Be it in Finance, where the endemic 'group-think' of the department meant anyone who questioned the Tiger 'miracle' was silenced, or in Health, where whistle-blowers on everything from Hepatitis C to the abuse of children were quelled, the key to success in the public sector -- where the principles of TK Whittaker were drowned some time ago -- has always been to keep the head down and trap shut.
Ultimately, the chief beneficiaries of this appalling cult
of 'whatever you think, say nothing' has consisted of our debased clique of business and banking faux aristocrats who fiddled while the Bonfire of the Celtic Tiger Vanities went out of control, and are now intent on escaping from the consequences of their acts.
Their happy state is all the more curious because Mr Kenny, in coming into office, famously noted that one of the defining traits of the Irish character was that Paddy likes to know the story.
Sadly, nothing epitomises the little death of reform within this administration more, or how our mandarins have seized this State back by the throat again, than the apparent determination of this Government to tell poor Paddy absolutely nothing.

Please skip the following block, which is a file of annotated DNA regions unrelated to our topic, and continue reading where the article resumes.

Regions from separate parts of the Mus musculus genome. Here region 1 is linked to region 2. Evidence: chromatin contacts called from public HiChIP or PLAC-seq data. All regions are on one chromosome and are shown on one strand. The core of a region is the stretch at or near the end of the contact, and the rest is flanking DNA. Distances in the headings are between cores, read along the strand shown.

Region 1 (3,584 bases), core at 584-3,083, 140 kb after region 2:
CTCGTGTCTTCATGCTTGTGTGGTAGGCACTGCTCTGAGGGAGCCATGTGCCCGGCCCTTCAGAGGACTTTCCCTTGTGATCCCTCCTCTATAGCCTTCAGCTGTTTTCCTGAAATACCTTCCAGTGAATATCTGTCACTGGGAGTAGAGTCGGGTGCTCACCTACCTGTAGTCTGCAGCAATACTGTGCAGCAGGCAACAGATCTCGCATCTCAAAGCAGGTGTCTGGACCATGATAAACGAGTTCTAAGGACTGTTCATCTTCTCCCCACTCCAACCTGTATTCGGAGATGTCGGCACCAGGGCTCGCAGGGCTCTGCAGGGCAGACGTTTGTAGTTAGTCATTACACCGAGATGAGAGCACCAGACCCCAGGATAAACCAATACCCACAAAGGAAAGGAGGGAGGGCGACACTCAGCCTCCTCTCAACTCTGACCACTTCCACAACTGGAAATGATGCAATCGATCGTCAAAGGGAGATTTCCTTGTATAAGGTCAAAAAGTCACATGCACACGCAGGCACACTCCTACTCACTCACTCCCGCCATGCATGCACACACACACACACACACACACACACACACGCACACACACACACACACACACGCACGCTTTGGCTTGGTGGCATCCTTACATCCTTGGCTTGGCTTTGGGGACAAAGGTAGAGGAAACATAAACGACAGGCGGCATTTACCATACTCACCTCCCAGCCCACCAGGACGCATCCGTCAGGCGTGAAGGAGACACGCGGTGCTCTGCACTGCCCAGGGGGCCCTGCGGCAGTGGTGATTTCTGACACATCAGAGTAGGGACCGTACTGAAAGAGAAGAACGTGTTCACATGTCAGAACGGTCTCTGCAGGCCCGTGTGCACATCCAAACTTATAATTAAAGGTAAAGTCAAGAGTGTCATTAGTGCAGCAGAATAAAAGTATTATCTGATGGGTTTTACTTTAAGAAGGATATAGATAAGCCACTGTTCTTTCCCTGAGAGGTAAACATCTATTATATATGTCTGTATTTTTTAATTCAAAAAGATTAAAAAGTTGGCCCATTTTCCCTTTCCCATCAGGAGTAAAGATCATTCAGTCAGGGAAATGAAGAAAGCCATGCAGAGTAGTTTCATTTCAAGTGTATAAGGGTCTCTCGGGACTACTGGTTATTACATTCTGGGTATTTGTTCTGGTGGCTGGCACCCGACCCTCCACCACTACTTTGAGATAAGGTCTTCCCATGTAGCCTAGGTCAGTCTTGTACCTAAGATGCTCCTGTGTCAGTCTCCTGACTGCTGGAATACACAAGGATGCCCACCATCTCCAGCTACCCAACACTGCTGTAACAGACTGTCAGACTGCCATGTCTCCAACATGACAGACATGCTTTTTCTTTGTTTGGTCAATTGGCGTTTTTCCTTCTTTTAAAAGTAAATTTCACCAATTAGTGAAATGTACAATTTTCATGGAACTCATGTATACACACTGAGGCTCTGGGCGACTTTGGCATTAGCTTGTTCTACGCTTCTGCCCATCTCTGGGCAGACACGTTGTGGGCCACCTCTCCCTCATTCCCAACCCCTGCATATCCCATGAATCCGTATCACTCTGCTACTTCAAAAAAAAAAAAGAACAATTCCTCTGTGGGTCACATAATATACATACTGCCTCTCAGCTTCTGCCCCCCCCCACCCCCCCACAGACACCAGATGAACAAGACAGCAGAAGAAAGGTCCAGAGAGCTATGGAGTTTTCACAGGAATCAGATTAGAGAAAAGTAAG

On one level we should not be too surprised -- for one of the more subtle threats this Government faces is that of simple nostalgia.
The current political elite, and particularly the Grumpy Old Men, desire nothing more than to return to the comfortable carpet-slippered certainties of the early Celtic Tiger era, when civil servants did the heavy loading, and the role of the politician was to announce a few old grants and pacify as many interest groups as possible with some form of fiscal soother.
But this is actually not good enough, for the political DNA of the time contained the toxic viruses of secretiveness and arrogance that walked us blindfolded into the abyss we now languish in.
It would be nice to think that some day we might govern ourselves like the Germans, the Dutch and other such civilised societies, instead of treating free discussion with the suspicion the Catholic Church reserved for free love in the Sixties.
We instead appear to share the attitude displayed in the apocryphal tale of Paddy's appearance on Mastermind where after saying 'Pass' to the first 20 questions, beginning with his name, an enthusiastic fellow citizen shouted: "Fair play, Pat, tell them nothing."
It is, however, time we learnt that when it comes to the task of building a new republic that might be somewhat better than the rotten hulk that sank like a stone in 2011 that silence, particularly when it comes to the Cabinet lambs, is not always golden.